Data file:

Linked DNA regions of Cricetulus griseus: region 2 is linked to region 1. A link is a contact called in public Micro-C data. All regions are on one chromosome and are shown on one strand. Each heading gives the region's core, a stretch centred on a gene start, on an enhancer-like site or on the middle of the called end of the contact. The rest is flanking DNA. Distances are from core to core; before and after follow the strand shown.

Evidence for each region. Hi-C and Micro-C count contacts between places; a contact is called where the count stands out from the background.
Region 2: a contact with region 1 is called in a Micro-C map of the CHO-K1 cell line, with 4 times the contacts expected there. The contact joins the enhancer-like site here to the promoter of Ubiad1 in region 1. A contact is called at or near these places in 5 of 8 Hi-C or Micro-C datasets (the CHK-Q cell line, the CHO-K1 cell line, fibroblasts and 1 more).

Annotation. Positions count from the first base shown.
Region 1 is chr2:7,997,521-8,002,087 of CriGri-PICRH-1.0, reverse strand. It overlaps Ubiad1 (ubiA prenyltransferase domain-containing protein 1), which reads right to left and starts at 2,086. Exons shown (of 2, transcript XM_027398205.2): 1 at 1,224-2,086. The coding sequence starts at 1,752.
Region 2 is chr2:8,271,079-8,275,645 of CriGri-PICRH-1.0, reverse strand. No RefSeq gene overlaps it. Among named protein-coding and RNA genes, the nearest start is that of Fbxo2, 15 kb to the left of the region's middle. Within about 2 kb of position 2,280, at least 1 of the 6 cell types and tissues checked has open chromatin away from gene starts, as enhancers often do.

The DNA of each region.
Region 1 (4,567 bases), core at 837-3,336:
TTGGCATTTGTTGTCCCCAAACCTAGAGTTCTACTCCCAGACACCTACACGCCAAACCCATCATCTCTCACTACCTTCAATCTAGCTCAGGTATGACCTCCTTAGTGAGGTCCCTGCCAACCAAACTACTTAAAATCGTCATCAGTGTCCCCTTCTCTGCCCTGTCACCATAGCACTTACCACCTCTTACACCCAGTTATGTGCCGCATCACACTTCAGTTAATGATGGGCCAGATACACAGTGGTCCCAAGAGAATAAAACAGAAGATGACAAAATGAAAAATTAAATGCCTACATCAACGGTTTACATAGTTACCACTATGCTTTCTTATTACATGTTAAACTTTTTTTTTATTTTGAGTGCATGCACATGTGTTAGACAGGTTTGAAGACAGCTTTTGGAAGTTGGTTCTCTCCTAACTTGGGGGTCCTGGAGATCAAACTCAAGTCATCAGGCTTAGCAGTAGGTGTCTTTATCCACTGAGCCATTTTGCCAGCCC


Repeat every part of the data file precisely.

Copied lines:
Linked DNA regions of Cricetulus griseus: region 2 is linked to region 1. A link is a contact called in public Micro-C data. All regions are on one chromosome and are shown on one strand. Each heading gives the region's core, a stretch centred on a gene start, on an enhancer-like site or on the middle of the called end of the contact. The rest is flanking DNA. Distances are from core to core; before and after follow the strand shown.

Evidence for each region. Hi-C and Micro-C count contacts between places; a contact is called where the count stands out from the background.
Region 2: a contact with region 1 is called in a Micro-C map of the CHO-K1 cell line, with 4 times the contacts expected there. The contact joins the enhancer-like site here to the promoter of Ubiad1 in region 1. A contact is called at or near these places in 5 of 8 Hi-C or Micro-C datasets (the CHK-Q cell line, the CHO-K1 cell line, fibroblasts and 1 more).

Annotation. Positions count from the first base shown.
Region 1 is chr2:7,997,521-8,002,087 of CriGri-PICRH-1.0, reverse strand. It overlaps Ubiad1 (ubiA prenyltransferase domain-containing protein 1), which reads right to left and starts at 2,086. Exons shown (of 2, transcript XM_027398205.2): 1 at 1,224-2,086. The coding sequence starts at 1,752.
Region 2 is chr2:8,271,079-8,275,645 of CriGri-PICRH-1.0, reverse strand. No RefSeq gene overlaps it. Among named protein-coding and RNA genes, the nearest start is that of Fbxo2, 15 kb to the left of the region's middle. Within about 2 kb of position 2,280, at least 1 of the 6 cell types and tissues checked has open chromatin away from gene starts, as enhancers often do.

The DNA of each region.
Region 1 (4,567 bases), core at 837-3,336:
TTGGCATTTGTTGTCCCCAAACCTAGAGTTCTACTCCCAGACACCTACACGCCAAACCCATCATCTCTCACTACCTTCAATCTAGCTCAGGTATGACCTCCTTAGTGAGGTCCCTGCCAACCAAACTACTTAAAATCGTCATCAGTGTCCCCTTCTCTGCCCTGTCACCATAGCACTTACCACCTCTTACACCCAGTTATGTGCCGCATCACACTTCAGTTAATGATGGGCCAGATACACAGTGGTCCCAAGAGAATAAAACAGAAGATGACAAAATGAAAAATTAAATGCCTACATCAACGGTTTACATAGTTACCACTATGCTTTCTTATTACATGTTAAACTTTTTTTTTATTTTGAGTGCATGCACATGTGTTAGACAGGTTTGAAGACAGCTTTTGGAAGTTGGTTCTCTCCTAACTTGGGGGTCCTGGAGATCAAACTCAAGTCATCAGGCTTAGCAGTAGGTGTCTTTATCCACTGAGCCATTTTGCCAGCCC